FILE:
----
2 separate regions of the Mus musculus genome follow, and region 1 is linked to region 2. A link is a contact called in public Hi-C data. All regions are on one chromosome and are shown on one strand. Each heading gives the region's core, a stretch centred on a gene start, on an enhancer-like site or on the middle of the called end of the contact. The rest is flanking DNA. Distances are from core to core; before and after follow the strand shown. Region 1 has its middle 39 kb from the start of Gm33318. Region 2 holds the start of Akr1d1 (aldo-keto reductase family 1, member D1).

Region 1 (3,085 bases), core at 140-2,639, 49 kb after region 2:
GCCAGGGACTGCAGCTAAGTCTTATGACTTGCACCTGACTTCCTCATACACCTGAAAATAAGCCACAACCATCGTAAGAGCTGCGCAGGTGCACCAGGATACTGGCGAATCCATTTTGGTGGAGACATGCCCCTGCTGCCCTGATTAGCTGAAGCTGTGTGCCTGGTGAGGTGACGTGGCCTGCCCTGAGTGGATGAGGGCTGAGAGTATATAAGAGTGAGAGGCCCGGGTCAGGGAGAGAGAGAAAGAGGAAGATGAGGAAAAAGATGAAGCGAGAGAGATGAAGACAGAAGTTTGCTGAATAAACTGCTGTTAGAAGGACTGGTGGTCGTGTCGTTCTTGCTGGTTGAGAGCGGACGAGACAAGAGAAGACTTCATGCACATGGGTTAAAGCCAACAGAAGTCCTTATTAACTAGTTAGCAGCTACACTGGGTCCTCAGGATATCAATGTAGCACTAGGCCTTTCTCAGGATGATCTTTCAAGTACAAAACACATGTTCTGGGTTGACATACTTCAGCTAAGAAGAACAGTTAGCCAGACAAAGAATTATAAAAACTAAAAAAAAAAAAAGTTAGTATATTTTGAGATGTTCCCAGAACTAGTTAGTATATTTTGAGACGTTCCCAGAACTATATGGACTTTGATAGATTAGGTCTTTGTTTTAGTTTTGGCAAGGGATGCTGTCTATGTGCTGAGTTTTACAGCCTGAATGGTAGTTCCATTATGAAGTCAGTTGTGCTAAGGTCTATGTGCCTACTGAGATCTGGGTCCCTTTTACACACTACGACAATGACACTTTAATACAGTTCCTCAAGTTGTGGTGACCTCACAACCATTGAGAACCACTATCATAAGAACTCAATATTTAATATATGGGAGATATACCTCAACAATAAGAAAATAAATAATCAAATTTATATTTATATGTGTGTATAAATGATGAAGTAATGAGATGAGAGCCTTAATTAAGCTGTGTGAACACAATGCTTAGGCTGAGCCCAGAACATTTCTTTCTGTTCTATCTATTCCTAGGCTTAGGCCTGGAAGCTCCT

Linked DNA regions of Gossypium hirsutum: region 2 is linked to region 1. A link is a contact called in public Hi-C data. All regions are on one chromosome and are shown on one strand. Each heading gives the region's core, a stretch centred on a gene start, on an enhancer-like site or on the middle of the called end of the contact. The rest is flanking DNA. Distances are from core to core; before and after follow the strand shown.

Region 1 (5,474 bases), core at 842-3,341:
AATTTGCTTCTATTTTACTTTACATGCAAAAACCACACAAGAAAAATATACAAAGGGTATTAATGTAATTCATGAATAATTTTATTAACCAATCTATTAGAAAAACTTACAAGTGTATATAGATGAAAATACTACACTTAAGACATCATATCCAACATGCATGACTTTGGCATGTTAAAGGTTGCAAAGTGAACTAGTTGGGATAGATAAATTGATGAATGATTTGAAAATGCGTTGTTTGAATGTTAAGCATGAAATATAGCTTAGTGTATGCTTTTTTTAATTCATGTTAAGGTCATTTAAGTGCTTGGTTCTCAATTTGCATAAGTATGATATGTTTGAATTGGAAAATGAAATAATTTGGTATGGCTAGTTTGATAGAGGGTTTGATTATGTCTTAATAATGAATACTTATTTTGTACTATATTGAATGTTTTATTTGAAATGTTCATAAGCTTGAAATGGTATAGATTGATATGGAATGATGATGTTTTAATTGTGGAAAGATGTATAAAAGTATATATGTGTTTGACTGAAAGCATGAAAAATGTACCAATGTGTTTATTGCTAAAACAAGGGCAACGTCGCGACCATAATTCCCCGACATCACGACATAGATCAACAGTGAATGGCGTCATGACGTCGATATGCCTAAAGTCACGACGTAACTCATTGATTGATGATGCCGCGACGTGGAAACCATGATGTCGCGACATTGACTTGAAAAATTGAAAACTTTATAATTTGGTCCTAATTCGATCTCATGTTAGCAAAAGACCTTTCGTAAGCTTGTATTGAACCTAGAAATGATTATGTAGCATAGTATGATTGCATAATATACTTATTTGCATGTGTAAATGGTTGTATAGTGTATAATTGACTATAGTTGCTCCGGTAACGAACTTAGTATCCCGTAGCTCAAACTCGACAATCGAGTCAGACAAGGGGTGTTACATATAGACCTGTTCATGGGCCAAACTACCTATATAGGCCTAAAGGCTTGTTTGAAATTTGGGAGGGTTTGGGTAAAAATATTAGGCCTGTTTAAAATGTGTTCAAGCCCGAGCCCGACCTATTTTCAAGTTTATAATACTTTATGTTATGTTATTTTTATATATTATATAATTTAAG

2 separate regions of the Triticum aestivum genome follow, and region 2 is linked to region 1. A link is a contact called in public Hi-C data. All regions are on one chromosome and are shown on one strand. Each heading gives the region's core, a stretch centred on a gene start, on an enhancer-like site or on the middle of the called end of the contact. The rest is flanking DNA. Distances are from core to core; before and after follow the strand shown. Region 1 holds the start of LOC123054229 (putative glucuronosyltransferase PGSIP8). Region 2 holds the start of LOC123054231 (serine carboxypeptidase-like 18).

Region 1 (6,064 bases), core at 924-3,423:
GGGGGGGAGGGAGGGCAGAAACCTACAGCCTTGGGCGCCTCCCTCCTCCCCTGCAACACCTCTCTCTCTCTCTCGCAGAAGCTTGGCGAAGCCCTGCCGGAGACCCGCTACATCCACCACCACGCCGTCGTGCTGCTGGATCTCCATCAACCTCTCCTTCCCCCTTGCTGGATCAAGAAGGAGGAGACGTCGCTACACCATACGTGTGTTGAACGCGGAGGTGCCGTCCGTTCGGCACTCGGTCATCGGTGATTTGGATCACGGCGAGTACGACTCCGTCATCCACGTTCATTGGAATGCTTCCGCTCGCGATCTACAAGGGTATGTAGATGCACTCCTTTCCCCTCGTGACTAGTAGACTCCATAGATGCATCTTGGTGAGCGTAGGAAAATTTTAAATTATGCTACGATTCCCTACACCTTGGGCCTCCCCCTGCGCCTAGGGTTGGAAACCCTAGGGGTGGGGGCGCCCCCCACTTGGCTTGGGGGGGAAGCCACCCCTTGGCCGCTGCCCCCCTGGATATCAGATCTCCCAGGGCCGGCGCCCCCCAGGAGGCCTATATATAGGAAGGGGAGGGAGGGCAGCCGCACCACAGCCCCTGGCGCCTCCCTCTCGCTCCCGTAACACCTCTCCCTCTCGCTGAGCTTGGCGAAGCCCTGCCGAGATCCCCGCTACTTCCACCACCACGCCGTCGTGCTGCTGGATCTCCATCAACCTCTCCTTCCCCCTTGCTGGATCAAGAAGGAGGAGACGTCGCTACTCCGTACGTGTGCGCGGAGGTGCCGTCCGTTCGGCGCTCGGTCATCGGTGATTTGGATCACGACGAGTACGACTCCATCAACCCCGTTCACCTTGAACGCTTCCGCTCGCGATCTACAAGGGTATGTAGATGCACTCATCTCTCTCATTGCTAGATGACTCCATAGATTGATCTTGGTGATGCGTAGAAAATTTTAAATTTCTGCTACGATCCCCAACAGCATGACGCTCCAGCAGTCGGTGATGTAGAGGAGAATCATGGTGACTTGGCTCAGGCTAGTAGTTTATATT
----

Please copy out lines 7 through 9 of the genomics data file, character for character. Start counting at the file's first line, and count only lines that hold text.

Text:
2 separate regions of the Triticum aestivum genome follow, and region 2 is linked to region 1. A link is a contact called in public Hi-C data. All regions are on one chromosome and are shown on one strand. Each heading gives the region's core, a stretch centred on a gene start, on an enhancer-like site or on the middle of the called end of the contact. The rest is flanking DNA. Distances are from core to core; before and after follow the strand shown. Region 1 holds the start of LOC123054229 (putative glucuronosyltransferase PGSIP8). Region 2 holds the start of LOC123054231 (serine carboxypeptidase-like 18).

Region 1 (6,064 bases), core at 924-3,423:
GGGGGGGAGGGAGGGCAGAAACCTACAGCCTTGGGCGCCTCCCTCCTCCCCTGCAACACCTCTCTCTCTCTCTCGCAGAAGCTTGGCGAAGCCCTGCCGGAGACCCGCTACATCCACCACCACGCCGTCGTGCTGCTGGATCTCCATCAACCTCTCCTTCCCCCTTGCTGGATCAAGAAGGAGGAGACGTCGCTACACCATACGTGTGTTGAACGCGGAGGTGCCGTCCGTTCGGCACTCGGTCATCGGTGATTTGGATCACGGCGAGTACGACTCCGTCATCCACGTTCATTGGAATGCTTCCGCTCGCGATCTACAAGGGTATGTAGATGCACTCCTTTCCCCTCGTGACTAGTAGACTCCATAGATGCATCTTGGTGAGCGTAGGAAAATTTTAAATTATGCTACGATTCCCTACACCTTGGGCCTCCCCCTGCGCCTAGGGTTGGAAACCCTAGGGGTGGGGGCGCCCCCCACTTGGCTTGGGGGGGAAGCCACCCCTTGGCCGCTGCCCCCCTGGATATCAGATCTCCCAGGGCCGGCGCCCCCCAGGAGGCCTATATATAGGAAGGGGAGGGAGGGCAGCCGCACCACAGCCCCTGGCGCCTCCCTCTCGCTCCCGTAACACCTCTCCCTCTCGCTGAGCTTGGCGAAGCCCTGCCGAGATCCCCGCTACTTCCACCACCACGCCGTCGTGCTGCTGGATCTCCATCAACCTCTCCTTCCCCCTTGCTGGATCAAGAAGGAGGAGACGTCGCTACTCCGTACGTGTGCGCGGAGGTGCCGTCCGTTCGGCGCTCGGTCATCGGTGATTTGGATCACGACGAGTACGACTCCATCAACCCCGTTCACCTTGAACGCTTCCGCTCGCGATCTACAAGGGTATGTAGATGCACTCATCTCTCTCATTGCTAGATGACTCCATAGATTGATCTTGGTGATGCGTAGAAAATTTTAAATTTCTGCTACGATCCCCAACAGCATGACGCTCCAGCAGTCGGTGATGTAGAGGAGAATCATGGTGACTTGGCTCAGGCTAGTAGTTTATATT